The privilege of driving is a wonderful convenience. You can easily get to where you need to go, but sometimes negligent driving can disrupt your plans. Car accidents happen every day. Sometimes a collision is just a fender-bender, but other times it’s more serious and causes injuries.

When you have a car insurance plan that covers your accident, you may be put at ease. In that case, you won’t have to worry much because you can recover from damages and recoup losses. But what happens if the other vehicle is uninsured?

If you have been in an accident with an uninsured vehicle, call Gould Injury Law today. We can help you get this mess sorted out fast.

Can You Get Compensation If the Other Car is Uninsured?

Whether or not you can receive compensation after a car accident with an uninsured vehicle depends on your policy. Sometimes, you can file a claim with your insurance company or you can file a lawsuit against the at-fault party.

It can be challenging, however, to recover damages when the other party doesn’t have insurance or is underinsured. Perhaps you can get money from your insurer, but some companies are unwilling to pay claims involving an uninsured driver.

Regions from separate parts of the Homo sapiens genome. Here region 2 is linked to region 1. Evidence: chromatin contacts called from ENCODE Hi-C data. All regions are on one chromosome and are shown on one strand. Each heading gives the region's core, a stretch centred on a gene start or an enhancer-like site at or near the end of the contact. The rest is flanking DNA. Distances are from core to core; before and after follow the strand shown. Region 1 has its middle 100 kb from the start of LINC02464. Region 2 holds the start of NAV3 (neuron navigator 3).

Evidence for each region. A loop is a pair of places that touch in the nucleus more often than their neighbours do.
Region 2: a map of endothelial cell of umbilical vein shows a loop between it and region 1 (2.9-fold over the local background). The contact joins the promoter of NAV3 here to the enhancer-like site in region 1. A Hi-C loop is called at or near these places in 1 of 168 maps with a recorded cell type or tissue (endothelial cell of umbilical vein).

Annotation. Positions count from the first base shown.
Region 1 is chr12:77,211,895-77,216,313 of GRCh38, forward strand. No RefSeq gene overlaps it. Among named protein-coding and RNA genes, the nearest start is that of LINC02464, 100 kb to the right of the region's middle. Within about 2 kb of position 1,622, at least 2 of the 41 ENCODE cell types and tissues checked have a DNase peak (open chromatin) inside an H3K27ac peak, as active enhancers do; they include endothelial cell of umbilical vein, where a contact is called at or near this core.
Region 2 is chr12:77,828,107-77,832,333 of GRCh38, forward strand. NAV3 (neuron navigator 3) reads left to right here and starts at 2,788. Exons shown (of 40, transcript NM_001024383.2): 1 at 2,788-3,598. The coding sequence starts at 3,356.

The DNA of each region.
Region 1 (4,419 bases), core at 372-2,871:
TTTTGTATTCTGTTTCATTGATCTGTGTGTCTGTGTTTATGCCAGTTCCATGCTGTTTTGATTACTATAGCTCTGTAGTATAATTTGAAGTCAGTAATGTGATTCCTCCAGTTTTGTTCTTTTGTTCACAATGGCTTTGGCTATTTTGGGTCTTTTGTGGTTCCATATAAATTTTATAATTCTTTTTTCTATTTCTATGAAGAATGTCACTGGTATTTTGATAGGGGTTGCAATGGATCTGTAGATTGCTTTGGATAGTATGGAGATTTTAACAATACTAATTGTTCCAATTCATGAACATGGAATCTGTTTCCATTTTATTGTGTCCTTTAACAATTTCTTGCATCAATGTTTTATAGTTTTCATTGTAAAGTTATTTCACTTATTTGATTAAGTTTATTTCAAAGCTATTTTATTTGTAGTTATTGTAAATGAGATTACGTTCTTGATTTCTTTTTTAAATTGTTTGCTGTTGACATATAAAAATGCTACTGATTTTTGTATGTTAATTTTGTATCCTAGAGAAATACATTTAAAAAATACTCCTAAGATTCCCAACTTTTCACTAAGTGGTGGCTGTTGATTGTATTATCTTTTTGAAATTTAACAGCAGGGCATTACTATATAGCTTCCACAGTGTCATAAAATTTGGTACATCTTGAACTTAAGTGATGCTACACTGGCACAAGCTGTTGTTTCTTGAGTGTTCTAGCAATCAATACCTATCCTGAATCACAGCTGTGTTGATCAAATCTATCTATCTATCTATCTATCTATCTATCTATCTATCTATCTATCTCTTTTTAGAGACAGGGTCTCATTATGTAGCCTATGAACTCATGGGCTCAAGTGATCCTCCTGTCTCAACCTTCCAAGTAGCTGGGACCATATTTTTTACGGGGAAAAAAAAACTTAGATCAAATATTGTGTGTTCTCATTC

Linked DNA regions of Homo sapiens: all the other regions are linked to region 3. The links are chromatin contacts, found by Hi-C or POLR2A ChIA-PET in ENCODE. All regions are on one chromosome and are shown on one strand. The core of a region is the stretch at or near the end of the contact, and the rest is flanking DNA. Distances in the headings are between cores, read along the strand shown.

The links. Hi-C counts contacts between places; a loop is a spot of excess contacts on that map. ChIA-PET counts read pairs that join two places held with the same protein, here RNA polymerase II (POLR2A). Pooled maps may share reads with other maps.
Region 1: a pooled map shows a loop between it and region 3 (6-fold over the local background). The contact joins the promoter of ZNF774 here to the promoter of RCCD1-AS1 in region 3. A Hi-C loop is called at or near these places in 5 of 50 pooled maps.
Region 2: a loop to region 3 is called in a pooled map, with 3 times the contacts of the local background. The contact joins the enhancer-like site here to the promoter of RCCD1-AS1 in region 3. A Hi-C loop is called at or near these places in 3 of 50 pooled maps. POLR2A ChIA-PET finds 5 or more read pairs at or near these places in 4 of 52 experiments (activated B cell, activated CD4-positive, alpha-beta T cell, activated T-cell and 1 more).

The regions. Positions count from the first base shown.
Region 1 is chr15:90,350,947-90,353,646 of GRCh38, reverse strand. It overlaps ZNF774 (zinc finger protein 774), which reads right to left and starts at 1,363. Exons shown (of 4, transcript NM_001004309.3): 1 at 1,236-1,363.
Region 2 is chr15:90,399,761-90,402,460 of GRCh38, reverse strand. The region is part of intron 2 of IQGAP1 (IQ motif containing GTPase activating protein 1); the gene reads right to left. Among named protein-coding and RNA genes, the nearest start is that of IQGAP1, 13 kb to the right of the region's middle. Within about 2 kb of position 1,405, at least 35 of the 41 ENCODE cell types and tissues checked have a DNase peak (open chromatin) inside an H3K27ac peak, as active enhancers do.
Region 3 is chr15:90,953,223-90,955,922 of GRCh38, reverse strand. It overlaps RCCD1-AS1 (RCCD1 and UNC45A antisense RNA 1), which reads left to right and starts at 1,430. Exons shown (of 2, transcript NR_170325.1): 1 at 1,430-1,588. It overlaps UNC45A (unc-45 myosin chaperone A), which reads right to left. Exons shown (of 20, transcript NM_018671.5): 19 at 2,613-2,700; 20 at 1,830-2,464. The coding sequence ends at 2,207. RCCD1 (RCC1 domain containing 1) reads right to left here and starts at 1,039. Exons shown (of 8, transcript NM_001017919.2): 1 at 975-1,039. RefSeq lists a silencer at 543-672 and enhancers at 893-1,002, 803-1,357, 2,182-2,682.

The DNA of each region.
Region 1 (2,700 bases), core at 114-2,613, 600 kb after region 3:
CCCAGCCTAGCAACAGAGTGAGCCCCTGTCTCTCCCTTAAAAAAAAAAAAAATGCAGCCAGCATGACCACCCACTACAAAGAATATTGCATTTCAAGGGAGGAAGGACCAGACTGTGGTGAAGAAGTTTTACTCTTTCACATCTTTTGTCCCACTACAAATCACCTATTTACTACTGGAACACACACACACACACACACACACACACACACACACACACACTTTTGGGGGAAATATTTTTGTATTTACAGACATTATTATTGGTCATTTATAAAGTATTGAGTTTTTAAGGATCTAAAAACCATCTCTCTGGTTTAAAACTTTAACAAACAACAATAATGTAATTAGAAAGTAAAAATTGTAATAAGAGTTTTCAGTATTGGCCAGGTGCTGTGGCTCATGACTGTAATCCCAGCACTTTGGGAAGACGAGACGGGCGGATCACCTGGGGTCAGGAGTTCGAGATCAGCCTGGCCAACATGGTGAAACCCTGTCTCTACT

Understanding the difference between an “uninsured” and “underinsured” driver can assist you when filing your claim. Your personal injury lawyer will know what to do to help you recover losses and get your money faster.

What is the Difference Between an Uninsured Driver and an Underinsured Driver?

Simply put, an uninsured driver does not have auto insurance. An underinsured driver does not have enough money to cover the damages and injuries sustained. Dealing with an uninsured or underinsured driver after a collision can add to your stress. A wise option to escape this situation would be to get uninsured or underinsured motorist coverage.

Connecticut’s Laws on Auto Insurance

Connecticut law requires that all drivers carry liability insurance coverage for their vehicles. If you are liable for causing a car accident, this coverage helps with the cost of property damage and injury to other involved parties.

Purchasing auto insurance seems like an obvious choice when buying a car. Unfortunately, some drivers choose not to get insured for one reason or another. According to the Insurance Information Institute, 6.3 percent of motorists in Connecticut are uninsured.